25. Mr. Miller’s answer Monday might serve the N.F.L. well, some legal experts said. It could make it harder in the future for a player to accuse the league of concealing the dangers of the sport.

    “Strategically, the N.F.L.’s admission makes a world of sense,” said Jeffrey A. Standen, the dean of the Chase College of Law at Northern Kentucky University. “The league has paid a settlement to close all the claims previous to 2015. For future sufferers, the N.F.L. has now effectively put them on notice that their decision to play professional football comes with the acknowledged risk of degenerative brain disease.”(courtesy: New York Times)

    Here is the issue, Bart. Will college football(and h.s. football organizations…e.g. IHSAA) make similar admissions to thwart future legal repercussions? As the science increases, will it be determined that the impact/forces to the head in football(a sport in which each successive year promotes the glorifying of the building of behemoth players often jacked up with growth hormones/PED;s/supplements to add to such explosive and violent hits beyond anything even seen in decades past) glaringly exceed any potential damage seen in all other sports? Will colleges and high schools be willing to take the legal risk? And if upon admission of causal relation to CTE, how does it become ethical to promote an amateur sport that extensively damages the brain to such vast numbers playing on football squads?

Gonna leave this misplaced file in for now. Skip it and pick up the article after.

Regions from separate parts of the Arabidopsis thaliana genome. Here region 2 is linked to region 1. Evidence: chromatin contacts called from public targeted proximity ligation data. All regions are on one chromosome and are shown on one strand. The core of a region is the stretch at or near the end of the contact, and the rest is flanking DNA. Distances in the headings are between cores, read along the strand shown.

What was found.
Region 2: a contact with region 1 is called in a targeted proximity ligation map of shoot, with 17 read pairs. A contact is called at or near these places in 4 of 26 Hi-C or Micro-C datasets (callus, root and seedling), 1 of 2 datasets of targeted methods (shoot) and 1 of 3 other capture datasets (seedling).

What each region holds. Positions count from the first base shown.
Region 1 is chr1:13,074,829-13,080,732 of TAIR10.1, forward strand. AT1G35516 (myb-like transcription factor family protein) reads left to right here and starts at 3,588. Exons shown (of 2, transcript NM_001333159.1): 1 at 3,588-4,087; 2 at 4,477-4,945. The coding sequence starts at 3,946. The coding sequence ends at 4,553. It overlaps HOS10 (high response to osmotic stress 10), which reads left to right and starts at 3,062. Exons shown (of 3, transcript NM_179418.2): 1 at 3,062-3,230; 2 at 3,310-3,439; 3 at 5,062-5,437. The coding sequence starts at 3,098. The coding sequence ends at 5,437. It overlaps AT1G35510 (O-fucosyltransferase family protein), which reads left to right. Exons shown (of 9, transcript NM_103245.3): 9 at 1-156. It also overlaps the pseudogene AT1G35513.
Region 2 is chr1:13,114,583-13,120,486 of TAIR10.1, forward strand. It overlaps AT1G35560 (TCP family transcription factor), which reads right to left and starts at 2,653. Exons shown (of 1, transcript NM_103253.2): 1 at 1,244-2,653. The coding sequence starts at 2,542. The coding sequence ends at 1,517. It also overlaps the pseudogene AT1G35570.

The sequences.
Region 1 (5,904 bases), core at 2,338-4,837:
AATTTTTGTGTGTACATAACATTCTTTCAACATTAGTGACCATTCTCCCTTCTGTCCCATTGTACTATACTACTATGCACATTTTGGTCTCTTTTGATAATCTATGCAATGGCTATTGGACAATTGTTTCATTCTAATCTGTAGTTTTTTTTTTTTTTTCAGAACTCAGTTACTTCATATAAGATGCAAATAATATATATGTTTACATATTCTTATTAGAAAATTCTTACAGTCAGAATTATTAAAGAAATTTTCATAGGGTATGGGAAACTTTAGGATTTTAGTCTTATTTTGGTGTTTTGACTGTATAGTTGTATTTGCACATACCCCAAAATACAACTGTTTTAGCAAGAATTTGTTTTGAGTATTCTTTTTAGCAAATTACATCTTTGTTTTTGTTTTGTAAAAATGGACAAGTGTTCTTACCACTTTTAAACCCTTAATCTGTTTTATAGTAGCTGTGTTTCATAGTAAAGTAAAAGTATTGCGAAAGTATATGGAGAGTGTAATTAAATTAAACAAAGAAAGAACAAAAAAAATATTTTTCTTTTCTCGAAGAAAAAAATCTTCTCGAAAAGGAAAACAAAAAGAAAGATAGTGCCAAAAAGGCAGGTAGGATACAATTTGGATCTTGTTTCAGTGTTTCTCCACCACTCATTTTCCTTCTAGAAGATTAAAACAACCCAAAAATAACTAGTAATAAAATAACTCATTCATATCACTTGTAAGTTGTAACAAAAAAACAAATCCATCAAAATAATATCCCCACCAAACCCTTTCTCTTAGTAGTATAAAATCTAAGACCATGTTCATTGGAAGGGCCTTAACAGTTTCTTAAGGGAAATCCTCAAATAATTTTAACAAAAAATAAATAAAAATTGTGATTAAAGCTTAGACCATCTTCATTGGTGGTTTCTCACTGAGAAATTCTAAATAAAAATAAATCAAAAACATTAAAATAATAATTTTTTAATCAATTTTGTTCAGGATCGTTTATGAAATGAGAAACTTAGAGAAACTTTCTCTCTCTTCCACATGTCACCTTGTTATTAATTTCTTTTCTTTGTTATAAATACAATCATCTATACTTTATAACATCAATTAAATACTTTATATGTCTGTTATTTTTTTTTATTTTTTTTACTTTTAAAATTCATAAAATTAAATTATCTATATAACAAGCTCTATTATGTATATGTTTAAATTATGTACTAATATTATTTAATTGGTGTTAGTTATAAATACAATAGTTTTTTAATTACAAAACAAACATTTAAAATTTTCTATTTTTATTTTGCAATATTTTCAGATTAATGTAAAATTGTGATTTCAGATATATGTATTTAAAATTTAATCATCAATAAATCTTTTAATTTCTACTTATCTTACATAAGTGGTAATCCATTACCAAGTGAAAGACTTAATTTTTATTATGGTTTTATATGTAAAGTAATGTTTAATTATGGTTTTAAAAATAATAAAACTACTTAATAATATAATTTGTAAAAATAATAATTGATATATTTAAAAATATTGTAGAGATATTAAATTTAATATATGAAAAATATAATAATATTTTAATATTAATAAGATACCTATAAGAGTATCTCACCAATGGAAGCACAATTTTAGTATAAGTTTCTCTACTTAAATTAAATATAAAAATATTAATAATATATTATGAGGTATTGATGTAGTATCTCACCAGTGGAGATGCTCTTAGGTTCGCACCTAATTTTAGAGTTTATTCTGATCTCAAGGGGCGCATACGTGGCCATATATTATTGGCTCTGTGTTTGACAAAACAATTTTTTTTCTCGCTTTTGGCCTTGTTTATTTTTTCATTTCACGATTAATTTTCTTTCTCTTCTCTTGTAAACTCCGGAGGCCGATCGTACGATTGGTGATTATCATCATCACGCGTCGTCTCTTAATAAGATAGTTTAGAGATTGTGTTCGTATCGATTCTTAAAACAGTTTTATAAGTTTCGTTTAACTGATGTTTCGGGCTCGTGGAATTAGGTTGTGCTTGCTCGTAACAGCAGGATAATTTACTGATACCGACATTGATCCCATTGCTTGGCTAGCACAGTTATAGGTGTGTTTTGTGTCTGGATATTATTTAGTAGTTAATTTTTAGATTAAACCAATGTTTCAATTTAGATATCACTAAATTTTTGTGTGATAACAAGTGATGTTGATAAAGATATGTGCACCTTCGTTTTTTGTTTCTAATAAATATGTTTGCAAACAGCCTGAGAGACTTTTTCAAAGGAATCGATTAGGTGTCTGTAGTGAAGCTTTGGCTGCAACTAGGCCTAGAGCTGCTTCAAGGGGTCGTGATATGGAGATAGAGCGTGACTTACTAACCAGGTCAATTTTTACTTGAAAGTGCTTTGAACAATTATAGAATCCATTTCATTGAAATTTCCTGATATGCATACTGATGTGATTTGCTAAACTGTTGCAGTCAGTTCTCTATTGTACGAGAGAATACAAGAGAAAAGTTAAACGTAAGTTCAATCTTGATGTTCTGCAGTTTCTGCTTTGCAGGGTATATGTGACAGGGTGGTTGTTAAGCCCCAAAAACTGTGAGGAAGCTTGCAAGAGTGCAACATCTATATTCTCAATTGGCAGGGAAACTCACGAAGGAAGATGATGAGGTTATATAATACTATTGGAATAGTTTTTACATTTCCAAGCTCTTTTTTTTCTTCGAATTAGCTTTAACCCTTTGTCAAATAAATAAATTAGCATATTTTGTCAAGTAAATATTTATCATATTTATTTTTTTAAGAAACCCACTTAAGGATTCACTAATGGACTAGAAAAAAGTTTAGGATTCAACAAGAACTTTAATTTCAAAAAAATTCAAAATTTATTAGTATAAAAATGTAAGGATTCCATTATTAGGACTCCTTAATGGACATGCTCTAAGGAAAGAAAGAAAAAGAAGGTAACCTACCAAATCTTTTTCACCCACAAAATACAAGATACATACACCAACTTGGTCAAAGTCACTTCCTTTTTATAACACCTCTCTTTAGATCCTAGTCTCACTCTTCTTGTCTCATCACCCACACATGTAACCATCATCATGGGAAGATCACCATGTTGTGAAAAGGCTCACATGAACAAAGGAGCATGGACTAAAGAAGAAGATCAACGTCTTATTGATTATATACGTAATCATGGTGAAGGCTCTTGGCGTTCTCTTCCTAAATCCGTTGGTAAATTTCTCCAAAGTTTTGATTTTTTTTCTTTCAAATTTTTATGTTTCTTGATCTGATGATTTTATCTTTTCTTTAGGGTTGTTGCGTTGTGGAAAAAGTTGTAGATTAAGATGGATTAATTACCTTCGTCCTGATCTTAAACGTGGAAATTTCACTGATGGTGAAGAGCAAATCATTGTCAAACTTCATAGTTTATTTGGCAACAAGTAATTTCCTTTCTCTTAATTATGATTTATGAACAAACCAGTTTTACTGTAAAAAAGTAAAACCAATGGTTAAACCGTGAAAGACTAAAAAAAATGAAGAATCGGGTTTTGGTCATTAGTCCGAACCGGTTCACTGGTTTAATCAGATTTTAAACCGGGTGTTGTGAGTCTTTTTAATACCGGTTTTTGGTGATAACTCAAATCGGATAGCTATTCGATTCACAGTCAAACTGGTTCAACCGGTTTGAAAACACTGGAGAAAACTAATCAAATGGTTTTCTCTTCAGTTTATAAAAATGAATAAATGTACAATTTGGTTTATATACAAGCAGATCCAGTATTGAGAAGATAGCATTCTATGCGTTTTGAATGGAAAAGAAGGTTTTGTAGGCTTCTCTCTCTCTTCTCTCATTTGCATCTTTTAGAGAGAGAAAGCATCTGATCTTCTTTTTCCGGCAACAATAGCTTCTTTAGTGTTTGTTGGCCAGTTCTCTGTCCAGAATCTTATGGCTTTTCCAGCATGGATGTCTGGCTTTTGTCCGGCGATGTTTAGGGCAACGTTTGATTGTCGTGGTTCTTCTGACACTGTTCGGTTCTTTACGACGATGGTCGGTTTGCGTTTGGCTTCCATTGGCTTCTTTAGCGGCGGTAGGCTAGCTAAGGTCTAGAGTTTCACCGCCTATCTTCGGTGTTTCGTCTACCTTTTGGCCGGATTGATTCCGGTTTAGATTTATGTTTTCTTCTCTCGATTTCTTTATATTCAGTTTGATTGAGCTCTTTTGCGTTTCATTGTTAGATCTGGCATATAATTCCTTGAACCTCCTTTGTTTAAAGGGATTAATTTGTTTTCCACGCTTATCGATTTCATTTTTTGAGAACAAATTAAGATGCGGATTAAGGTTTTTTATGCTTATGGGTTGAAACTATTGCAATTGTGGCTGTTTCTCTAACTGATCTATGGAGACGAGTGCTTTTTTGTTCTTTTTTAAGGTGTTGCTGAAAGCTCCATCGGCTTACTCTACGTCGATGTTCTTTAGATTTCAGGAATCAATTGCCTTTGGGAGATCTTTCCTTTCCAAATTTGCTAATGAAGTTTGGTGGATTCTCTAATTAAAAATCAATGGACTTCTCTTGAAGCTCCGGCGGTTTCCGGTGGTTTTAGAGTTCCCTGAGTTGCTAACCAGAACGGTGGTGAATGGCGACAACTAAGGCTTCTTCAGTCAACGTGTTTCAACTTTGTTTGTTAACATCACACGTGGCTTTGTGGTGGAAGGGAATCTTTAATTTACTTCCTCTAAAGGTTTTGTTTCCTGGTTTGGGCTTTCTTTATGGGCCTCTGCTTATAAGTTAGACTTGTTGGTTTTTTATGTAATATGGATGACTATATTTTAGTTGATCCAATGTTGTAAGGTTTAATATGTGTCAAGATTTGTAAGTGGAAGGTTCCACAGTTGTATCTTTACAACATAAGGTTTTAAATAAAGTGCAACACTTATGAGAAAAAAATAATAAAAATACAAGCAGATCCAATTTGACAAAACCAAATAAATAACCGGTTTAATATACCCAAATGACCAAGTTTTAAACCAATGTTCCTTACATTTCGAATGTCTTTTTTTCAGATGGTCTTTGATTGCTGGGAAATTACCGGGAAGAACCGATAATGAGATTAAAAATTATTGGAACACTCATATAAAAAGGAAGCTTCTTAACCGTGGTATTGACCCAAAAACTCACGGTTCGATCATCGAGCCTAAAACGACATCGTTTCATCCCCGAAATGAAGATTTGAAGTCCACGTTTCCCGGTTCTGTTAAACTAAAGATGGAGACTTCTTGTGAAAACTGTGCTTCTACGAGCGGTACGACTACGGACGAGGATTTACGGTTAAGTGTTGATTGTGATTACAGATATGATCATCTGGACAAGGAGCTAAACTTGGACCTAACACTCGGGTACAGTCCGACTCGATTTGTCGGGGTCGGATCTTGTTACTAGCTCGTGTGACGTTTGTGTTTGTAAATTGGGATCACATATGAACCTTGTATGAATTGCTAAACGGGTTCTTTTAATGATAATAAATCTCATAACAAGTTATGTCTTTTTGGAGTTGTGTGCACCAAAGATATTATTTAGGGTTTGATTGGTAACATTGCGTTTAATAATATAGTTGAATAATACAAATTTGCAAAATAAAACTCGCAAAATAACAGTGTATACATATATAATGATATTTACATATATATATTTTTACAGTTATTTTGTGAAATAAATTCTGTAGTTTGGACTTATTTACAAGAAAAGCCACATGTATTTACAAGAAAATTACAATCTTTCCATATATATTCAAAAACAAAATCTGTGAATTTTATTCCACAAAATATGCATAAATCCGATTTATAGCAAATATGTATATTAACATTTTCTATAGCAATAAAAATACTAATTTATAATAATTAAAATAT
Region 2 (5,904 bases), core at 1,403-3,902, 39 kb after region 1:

And should society bear the cost of these long term injuries at publicly funded institutions(h.s. and college) where student-athlete is the model? Will football almost require privatization that releases it from legal and ethical concerns impacting all that fund sports at public institutions(directly or indirectly)?

    This admission by the NFL is only the beginning hit.to football…The blow to the sport has not even gone into the early first whiplash phase of repercussions to come. The admission may be very telling of the science to come….It suggests the NFL already knows the science to come and suspects more will be unveiled…Is this the point where the fast advances in unveiling neurological damage/detection be far too overwhelming for the drumbeat of denial to no longer survive as the fallback plan?

    The lawsuits will come….The sad reality is many public school systems will get increasing backlash as to who bares the expense to defend against future lawsuits? Millions upon millions to defend lawsuits while a teacher financially pinched attempts to keep his/her head on straight under increasing demands to teach young minds for fewer and fewer dollars…?

  26. Chet-

    Interesting post….

    That is, a person does not have to have had a concussion to have long term cognitive deficits. Death by a thousand cuts.

    I’m not sure where I heard it, but I do believe I remember a study(may have been part of the PBS Frontline Special) where the risk for brain injury may be greater to lineman because of the “thousand cuts” argument rather than the occasional big blow jolting the brain…
    It’s the repeated back-and-forth hits forming a massive amount of swashing the ‘floating brain’ akin to clothing in a washing machine forever on ‘heavy load agitation cycle’ that may prove to be even more damaging.